It is believed to be the largest such settlement involving a single child in Washington state history.
A man who never would have qualified as a foster parent was ziplined through the state child-welfare approval system, gaining custody of an 18-month old child with disastrous and expensive results.
The child was so badly beaten by her alleged father, she was left blind, brain-damaged and quadriplegic and because of that, the state last week agreed to pay $19.3 million to settle a 2017 lawsuit filed on her behalf.
It is the largest such settlement involving a single person in Washington state history, according to the state’s risk-management department, capping an eight-year period in which the state’s human service agency paid out $223 million to settle legal claims.
According to the girl’s attorney, the now-5-year-old child and her older half-sister had been taken from their mother’s home in 2014.
Most Read Local Stories
- King County Sheriff's Office to pay motorcyclist held at gunpoint $65,000, plus change use-of-force rules WATCH
- Permanent daylight saving time passes state Senate 46-2; here’s what’s next
- What an Olympic medalist, homeless in Seattle, wants you to know
- Police: Kent carjacking victim found dead in pickup
- The fight to fund the schools was supposedly won. So why are they now slashing librarians? | Danny Westneat
The mother left the older child with a registered sex offender in another state. She left the younger girl with, Bryant K. Davis, of Texas, who she thought was the girl’s father.
When she brought the girls back to Washington, they were taken from her by the state Department of Social and Health Services (DSHS), which oversaw child welfare at the time.. In early 2015, the girls were placed in a stable foster home with parents who were interested in adopting the siblings, according to the Pierce County Superior Court lawsuit.
When Davis came forward for custody, claiming he was the younger girl’s father, the agency sent her to Texas “in the blink of an eye,” ignoring red flags that should have disqualified him from having custody, according to attorney Tim Tesh.
In violation of its own policies, the agency did not require Davis to submit to a legal paternity test or undergo a court-ordered parenting assessment, nor did it investigate his criminal history, which included drug offenses, aggravated robbery and domestic violence, the suit claimed.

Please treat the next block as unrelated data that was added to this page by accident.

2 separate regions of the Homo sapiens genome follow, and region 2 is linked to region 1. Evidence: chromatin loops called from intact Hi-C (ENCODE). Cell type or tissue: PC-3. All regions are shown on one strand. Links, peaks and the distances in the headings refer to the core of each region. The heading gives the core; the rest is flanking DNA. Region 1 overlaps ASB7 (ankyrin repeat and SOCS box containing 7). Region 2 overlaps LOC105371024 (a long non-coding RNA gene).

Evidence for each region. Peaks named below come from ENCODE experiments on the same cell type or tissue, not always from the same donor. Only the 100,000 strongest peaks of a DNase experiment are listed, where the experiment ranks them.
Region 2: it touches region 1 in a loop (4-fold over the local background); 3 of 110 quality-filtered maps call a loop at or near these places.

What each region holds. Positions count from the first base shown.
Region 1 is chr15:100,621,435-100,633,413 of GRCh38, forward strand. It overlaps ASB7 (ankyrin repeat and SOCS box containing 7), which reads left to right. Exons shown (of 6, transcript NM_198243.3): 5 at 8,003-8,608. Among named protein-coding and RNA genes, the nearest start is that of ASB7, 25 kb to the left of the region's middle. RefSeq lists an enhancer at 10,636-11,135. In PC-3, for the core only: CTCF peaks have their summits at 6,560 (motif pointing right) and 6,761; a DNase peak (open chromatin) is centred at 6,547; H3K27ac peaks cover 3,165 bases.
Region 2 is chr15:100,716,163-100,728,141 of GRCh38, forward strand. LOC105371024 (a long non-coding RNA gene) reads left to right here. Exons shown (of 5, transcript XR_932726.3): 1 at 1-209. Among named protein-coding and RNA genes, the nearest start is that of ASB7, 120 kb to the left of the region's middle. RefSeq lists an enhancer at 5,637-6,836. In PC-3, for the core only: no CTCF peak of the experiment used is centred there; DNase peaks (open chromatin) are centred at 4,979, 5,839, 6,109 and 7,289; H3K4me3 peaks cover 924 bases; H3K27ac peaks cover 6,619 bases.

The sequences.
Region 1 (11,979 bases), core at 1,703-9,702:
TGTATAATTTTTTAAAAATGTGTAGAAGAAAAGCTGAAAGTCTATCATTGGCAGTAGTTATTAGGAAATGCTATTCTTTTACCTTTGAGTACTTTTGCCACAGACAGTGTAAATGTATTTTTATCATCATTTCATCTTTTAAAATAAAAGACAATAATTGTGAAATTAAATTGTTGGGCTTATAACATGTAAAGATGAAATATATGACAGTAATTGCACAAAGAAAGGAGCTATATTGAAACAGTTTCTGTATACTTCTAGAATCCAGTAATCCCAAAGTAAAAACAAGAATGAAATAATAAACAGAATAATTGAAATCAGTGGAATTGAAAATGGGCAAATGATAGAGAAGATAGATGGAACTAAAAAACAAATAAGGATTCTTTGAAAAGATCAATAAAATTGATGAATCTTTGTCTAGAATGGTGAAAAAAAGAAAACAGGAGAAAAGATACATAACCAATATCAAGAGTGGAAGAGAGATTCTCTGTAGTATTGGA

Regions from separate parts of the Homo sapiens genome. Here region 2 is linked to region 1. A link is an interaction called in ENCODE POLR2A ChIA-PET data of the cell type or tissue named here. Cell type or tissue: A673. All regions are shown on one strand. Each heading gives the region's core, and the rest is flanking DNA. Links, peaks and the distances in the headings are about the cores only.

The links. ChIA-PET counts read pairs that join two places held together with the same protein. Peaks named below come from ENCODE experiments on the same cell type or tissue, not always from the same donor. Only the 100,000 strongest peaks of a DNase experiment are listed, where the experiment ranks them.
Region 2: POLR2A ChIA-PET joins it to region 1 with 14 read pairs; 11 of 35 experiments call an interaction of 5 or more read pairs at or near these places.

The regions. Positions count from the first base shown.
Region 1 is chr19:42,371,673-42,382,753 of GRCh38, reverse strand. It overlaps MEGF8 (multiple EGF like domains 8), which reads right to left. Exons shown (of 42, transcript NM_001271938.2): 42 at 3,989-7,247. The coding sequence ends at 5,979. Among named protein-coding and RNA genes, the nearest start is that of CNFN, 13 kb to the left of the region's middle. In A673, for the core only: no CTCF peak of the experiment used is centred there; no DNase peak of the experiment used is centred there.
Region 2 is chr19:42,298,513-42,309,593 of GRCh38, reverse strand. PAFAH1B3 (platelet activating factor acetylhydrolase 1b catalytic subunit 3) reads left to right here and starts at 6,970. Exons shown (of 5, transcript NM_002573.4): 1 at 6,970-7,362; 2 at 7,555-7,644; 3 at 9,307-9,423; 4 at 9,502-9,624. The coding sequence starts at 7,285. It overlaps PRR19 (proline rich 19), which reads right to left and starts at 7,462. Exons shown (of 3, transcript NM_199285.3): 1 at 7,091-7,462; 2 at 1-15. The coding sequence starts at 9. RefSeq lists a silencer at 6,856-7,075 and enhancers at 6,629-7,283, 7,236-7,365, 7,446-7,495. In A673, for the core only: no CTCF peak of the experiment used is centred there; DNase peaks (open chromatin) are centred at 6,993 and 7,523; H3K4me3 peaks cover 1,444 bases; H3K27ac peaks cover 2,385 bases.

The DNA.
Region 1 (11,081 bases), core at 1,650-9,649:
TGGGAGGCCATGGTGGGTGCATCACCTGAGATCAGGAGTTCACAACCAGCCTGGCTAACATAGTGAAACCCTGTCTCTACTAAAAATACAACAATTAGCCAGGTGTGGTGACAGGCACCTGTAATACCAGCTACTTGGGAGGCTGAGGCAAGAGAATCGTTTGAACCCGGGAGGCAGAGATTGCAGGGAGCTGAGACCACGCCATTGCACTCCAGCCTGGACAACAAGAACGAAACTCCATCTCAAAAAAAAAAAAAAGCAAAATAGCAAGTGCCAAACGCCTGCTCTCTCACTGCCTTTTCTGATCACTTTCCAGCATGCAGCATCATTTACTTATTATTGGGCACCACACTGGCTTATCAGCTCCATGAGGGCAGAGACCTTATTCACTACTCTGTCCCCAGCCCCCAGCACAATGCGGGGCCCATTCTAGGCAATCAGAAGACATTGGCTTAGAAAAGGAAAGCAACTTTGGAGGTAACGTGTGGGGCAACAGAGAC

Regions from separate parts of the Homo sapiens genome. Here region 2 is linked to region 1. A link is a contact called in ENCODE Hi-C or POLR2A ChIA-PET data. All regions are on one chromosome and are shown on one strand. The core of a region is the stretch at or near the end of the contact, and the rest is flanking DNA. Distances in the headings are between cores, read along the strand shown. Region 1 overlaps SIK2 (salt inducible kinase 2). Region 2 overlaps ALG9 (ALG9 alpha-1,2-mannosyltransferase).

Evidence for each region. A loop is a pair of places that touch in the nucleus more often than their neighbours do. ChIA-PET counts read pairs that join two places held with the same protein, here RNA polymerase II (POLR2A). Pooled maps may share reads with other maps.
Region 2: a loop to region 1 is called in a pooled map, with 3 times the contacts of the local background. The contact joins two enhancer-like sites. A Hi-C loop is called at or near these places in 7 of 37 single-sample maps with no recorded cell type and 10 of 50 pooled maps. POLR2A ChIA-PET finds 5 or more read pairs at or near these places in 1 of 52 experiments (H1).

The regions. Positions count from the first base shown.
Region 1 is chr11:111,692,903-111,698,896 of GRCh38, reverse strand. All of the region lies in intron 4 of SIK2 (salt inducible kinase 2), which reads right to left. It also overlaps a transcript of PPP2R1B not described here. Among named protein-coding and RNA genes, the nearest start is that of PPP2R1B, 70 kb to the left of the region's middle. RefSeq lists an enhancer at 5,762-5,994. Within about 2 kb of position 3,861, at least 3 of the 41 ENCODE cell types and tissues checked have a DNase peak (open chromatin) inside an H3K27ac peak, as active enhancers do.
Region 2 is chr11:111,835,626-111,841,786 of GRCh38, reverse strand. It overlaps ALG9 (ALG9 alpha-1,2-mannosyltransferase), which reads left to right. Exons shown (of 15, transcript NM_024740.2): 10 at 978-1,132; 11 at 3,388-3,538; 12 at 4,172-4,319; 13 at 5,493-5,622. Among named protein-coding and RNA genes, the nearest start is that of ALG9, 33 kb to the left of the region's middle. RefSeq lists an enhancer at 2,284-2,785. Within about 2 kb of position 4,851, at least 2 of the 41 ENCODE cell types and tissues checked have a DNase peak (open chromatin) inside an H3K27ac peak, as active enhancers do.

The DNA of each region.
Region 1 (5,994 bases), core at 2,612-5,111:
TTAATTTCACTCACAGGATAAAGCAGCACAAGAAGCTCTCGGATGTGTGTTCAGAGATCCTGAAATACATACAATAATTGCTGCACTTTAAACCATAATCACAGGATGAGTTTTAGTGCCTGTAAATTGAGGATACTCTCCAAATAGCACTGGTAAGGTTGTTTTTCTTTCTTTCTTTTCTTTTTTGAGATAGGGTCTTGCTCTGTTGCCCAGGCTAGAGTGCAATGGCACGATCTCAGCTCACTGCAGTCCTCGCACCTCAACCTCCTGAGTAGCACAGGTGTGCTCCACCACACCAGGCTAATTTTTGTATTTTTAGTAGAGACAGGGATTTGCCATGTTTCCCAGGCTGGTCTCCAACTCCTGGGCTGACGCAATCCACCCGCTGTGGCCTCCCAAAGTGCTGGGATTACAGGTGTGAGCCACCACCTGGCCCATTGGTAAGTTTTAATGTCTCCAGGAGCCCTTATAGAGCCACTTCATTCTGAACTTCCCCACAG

Even the child’s social worker said during a deposition that she did not read the Texas home study until after the lawsuit was filed, Tesh said.
The child was sent to live with Davis and his wife in April 2015.
Three months later, emergency medical crews were called to the child’s home after Davis reported the toddler, then 21 months old, was having a seizure. She was discovered to have 16 fractured ribs, liver and spleen lacerations, a brain bleed and facial bruising, according to the suit.
Davis told police the child had gone to the bathroom on the living room floor and he had responded by punching her in the ribs, spanking her and putting her in the bathroom. When he later found her standing in the toilet, he “slammed (her) into the toilet, causing her to hit her head on the back of it” then took her to the living room for another beating, the suit says.
Davis was arrested and charged with seven counts of first-degree felony injury to a child and sentenced to 23 years in prison, Tesh said.
The child was returned to Washington and lives in a rehabilitative center in Walla Walla.
Last year, the authority over child welfare was transferred from DSHS to a new agency, the Department of Children, Youth and Families. Between 2011 and 2018, DSHS paid $223 million to settle legal claims, including a record $42.9 million in payouts in fiscal year 2018.
Ross Hunter, head of the new agency, said the settlement ensures the girl will receive quality care for the rest of her life. He also said the new agency is continually reviewing its practices to improve.
“We understand that we cannot prevent every tragedy, but we can do a better job of reducing the number of them that happen under our watch,” Ross said in a news statement.